WASHINGTON Nov 15 The Obama administration on
Thursday gave states an extra month to say whether they plan to
operate their own health insurance exchanges, after governors
asked for more time in light of the Nov. 6 election, which
ensured the survival of Obama's healthcare overhaul.
For the second time in six days, U.S. Health and Human
Services Secretary Kathleen Sebelius extended deadlines relating
to the exchanges. On Thursday she sent a letter to governors
telling them that states would now have until Dec. 14 to tell
her department if they plan to set up an exchange.
The deadline for a letter of intent was originally set for
midnight on Friday. Last week Sebelius told governors they would
have until Dec. 14 to file a blueprint showing how their
exchanges would operate.
"While receiving a letter of intent now will help us assist
states in finalizing their application, a state may submit both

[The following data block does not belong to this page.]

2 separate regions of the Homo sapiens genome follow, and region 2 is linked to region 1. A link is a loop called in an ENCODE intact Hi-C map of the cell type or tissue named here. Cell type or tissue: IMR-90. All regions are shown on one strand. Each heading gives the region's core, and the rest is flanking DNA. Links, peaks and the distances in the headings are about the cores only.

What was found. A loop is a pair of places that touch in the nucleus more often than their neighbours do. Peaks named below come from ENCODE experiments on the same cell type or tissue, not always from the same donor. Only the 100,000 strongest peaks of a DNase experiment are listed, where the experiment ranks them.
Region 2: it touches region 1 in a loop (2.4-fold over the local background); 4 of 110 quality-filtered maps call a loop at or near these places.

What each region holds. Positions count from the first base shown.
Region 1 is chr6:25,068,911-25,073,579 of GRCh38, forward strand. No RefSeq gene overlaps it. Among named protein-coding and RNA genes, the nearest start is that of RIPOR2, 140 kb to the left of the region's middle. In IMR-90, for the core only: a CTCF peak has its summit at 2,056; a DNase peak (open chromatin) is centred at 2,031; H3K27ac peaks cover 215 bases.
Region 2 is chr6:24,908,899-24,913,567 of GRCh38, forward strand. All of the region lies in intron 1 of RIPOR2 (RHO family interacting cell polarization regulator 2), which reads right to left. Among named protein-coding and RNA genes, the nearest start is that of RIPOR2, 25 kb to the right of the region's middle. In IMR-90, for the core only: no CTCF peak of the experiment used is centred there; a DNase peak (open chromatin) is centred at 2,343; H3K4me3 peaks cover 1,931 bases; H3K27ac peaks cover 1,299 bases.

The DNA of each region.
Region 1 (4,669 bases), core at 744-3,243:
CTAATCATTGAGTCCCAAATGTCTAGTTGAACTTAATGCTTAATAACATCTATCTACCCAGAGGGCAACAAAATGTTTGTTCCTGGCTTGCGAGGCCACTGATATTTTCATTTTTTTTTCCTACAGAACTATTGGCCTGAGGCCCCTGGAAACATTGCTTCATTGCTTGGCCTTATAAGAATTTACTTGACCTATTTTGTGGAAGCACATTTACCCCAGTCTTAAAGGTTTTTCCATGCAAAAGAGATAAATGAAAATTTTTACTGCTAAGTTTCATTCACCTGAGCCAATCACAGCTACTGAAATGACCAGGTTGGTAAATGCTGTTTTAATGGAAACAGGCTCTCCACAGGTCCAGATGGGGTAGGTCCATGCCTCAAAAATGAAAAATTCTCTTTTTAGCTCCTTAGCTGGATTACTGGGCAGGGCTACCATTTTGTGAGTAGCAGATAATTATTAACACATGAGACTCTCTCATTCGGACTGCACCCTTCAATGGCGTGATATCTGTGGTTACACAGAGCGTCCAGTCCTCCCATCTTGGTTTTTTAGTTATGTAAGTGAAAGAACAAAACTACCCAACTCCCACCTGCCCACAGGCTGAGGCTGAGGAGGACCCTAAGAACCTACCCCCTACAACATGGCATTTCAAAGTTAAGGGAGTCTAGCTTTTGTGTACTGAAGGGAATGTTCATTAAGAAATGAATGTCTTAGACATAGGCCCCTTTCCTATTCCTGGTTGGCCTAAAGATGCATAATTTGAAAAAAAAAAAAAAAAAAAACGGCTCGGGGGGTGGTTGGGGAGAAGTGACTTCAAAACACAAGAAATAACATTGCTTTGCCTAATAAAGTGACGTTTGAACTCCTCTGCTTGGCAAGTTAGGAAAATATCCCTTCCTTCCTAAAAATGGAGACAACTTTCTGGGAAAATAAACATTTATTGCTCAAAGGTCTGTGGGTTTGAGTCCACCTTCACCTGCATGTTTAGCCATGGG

a letter of intent and an application to operate its own
exchange by Dec. 14," Sebelius said in a letter to Republican
"States may also apply to operate their exchange in
partnership with the federal government by Feb. 15, 2013. And a
state may apply at any time to run an exchange in future years,"
The extensions are seen as concessions to dozens of states
that delayed compliance with the Patient Protection and
Affordable Care Act until after the Nov. 6 election, which
President Barack Obama won. Opponents of the plan had hoped a
victory for Republican Mitt Romney would ultimately result in
the law's repeal.
After Obama's victory, states needed more time to prepare
for exchanges, which are complex marketplaces meant to offer
working families private insurance at federally subsidized rates
beginning in 2014.
"We are confident governors will have enough time to decide
whether they want to establish an exchange, work in partnership
with the federal government or have a federally facilitated
exchange in their state," Sebelius wrote in the letter.